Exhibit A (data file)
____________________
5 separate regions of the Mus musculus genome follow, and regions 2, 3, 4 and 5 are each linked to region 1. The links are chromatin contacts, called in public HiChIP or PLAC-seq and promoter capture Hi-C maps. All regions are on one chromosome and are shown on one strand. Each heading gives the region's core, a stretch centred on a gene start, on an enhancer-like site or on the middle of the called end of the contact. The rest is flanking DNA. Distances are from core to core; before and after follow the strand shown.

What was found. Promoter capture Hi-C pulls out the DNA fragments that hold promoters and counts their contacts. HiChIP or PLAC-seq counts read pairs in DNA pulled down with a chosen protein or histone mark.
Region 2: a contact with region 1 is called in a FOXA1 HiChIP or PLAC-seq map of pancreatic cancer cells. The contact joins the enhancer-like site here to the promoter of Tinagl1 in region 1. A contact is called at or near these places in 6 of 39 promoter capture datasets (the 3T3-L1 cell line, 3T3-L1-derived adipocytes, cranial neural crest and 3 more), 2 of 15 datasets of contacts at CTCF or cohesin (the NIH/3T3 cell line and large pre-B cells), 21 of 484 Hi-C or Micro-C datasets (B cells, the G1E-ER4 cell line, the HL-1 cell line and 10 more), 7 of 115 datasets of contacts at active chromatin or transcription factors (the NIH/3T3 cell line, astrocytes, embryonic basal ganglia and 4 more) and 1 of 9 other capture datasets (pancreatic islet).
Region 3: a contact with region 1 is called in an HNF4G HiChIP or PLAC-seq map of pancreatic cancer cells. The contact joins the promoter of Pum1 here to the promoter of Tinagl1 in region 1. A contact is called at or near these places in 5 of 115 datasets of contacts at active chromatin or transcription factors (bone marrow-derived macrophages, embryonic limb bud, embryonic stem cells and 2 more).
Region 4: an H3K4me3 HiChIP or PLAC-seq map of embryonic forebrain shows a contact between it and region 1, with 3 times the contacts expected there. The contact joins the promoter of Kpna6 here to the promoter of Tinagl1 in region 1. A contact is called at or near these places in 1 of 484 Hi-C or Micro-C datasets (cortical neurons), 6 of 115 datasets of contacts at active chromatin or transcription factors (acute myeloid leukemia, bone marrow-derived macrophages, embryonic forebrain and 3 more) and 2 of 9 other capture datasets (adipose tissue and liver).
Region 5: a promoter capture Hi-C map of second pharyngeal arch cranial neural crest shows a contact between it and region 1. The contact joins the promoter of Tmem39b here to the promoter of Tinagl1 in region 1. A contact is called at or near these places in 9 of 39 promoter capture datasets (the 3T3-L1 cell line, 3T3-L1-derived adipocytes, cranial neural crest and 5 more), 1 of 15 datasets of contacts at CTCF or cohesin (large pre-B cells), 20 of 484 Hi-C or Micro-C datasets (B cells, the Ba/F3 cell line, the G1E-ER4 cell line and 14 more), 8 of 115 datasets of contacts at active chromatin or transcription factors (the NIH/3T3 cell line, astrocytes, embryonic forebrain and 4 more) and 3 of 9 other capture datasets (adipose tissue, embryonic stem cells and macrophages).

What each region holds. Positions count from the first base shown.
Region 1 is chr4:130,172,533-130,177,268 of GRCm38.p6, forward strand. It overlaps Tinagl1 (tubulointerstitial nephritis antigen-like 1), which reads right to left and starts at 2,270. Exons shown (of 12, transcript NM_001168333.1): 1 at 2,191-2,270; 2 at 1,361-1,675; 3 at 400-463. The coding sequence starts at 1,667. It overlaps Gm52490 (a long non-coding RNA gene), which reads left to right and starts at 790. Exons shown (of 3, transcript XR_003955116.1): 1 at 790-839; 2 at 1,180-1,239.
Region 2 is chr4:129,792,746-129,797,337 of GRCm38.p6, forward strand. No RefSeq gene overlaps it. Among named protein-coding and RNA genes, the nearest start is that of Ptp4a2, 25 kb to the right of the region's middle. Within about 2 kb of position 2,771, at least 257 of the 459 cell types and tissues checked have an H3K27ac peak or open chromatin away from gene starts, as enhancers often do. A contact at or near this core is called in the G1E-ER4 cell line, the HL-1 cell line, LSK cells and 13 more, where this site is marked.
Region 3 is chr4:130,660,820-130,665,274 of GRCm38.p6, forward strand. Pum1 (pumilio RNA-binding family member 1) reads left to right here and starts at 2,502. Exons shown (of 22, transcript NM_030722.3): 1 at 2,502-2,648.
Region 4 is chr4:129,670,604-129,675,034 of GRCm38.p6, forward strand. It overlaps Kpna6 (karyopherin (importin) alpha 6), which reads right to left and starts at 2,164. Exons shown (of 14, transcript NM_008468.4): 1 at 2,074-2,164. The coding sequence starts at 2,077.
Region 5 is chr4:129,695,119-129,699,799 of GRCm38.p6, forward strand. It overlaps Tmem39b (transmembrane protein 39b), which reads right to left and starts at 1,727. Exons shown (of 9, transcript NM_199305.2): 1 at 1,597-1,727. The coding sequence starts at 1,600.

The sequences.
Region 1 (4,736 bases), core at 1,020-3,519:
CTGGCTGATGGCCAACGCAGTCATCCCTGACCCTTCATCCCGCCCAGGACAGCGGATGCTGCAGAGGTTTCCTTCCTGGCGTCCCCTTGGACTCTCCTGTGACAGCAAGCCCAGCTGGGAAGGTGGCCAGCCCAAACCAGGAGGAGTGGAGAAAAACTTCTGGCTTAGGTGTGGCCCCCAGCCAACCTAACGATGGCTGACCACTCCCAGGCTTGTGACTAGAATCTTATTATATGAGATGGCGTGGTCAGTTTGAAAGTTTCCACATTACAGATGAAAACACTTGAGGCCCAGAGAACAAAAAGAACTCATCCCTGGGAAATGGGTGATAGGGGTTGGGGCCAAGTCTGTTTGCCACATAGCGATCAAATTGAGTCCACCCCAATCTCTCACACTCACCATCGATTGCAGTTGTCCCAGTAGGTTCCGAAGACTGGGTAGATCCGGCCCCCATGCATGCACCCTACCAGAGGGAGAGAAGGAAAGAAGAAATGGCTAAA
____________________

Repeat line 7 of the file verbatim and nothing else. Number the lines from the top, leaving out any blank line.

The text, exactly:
What each region holds. Positions count from the first base shown.